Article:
I fail to find, as is used by the Greek Fathers, any instance in which the idea of time duration is unlimited.

The Pulpit Commentary, Vol. 15, p. 485

It is possible that "aeonian" may denote merely indefinite duration without the connotation of never ending.

G. T. Stevenson, Time and Eternity

(Page 63) Since, as we have seen, the noun aion refers to a period of time, it appears very improbable that the derived adjective aionios would indicate infinite duration, nor have we found any evidence in Greek writing to show that such a concept was expressed by this term.

(Page 72) In 1 Cor. 15:22-29 the inspired apostle to the Gentiles transports his readers' thoughts far into the future, beyond the furthest point envisaged elsewhere in holy writ. After outlining the triumph of the Son of God in bringing all creation under His benign control, Paul sets forth the consummation of the divine plan of the ages in four simple, yet infinitely profound words, "God all in all." This is our God, purposeful, wise, loving, and almighty, His Son our Lord a triumphant Savior, Who destroys His enemies by making them friends.

Jeremy Taylor, author of Systematic Hellology, which advocates the common belief in eternal torment, later writes a modified view in Jeremy Taylor's Works, Vol. III, p. 43.

Though the fire is everlasting, not all that enters it is everlasting . . . . "The word everlasting signifies only to the end of its period.

Dr. Nigel Turner, Christian Words, p. 457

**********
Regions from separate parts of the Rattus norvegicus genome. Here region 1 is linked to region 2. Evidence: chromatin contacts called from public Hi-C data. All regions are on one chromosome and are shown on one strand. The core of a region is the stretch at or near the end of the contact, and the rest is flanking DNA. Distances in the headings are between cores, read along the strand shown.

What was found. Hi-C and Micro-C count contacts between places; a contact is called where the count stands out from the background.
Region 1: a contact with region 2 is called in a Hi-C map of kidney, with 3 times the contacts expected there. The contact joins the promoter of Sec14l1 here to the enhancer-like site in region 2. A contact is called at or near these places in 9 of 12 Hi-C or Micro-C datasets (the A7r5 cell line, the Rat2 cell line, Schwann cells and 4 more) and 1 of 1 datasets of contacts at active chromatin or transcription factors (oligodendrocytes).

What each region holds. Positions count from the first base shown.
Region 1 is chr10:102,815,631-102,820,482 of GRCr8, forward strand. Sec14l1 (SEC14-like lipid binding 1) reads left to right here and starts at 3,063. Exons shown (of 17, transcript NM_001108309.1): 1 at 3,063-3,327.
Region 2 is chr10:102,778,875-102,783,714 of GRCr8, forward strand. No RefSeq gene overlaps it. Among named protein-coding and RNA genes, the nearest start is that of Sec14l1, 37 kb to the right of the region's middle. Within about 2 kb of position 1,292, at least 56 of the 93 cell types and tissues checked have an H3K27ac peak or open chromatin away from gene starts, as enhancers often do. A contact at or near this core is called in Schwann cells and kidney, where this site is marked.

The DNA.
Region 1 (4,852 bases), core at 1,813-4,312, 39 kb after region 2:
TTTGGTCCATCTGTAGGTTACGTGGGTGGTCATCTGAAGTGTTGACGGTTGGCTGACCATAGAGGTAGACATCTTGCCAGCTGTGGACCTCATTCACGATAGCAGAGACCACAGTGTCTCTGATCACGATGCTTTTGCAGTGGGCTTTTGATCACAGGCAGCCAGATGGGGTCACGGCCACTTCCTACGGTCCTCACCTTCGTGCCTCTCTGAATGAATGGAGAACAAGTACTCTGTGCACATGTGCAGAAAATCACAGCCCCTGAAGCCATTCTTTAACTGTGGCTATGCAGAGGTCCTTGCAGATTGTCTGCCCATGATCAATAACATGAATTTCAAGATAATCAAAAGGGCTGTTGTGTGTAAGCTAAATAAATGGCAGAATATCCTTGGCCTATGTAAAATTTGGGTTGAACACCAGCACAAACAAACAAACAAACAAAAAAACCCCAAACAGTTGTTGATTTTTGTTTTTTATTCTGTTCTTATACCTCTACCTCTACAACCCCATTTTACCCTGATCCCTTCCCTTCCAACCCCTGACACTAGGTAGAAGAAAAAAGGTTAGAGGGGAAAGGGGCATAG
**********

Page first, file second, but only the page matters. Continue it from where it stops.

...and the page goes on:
All the way through, it is never feasible to understand aionios as everlasting. 

Dr. (Prof.) Marvin Vincent, Word Studies of the New Testament, Vol. IV

(Page 59) The adjective aionios in like manner carries the idea of time. Neither the noun nor the adjective in themselves carries the sense of "endless" or "everlasting." aionios means enduring through or pertaining to a period of time. Out of the 150 instances in the LXX (Septuagint), four-fifths imply limited duration.

(Page 291, about 2 Tim. 1:9) "Before the world began" (pro chronon aionion) Lit. Before eternal times. If it is insisted that aionion means everlasting, this statement is absurd. It is impossible that anything should take place before everlasting times.

Charles H. Welch, editor of The Berean Expositor, wrote in An Alphabetical Analysis, Vol. I

(Page 52) What we have to learn is that the Bible does not speak of eternity. It is not written to tell us of eternity. Such a consideration is entirely outside the scope of revelation.

(Page 279) Eternity is not a Biblical theme.

Dr. R.F. Weymouth, The New Testament in Modern Speech, p. 657

Eternal: Greek: "aeonion," i.e., "of the ages." Etymologically this adjective, like others similarly formed, does not signify "during," but "belonging to" the aeons or ages.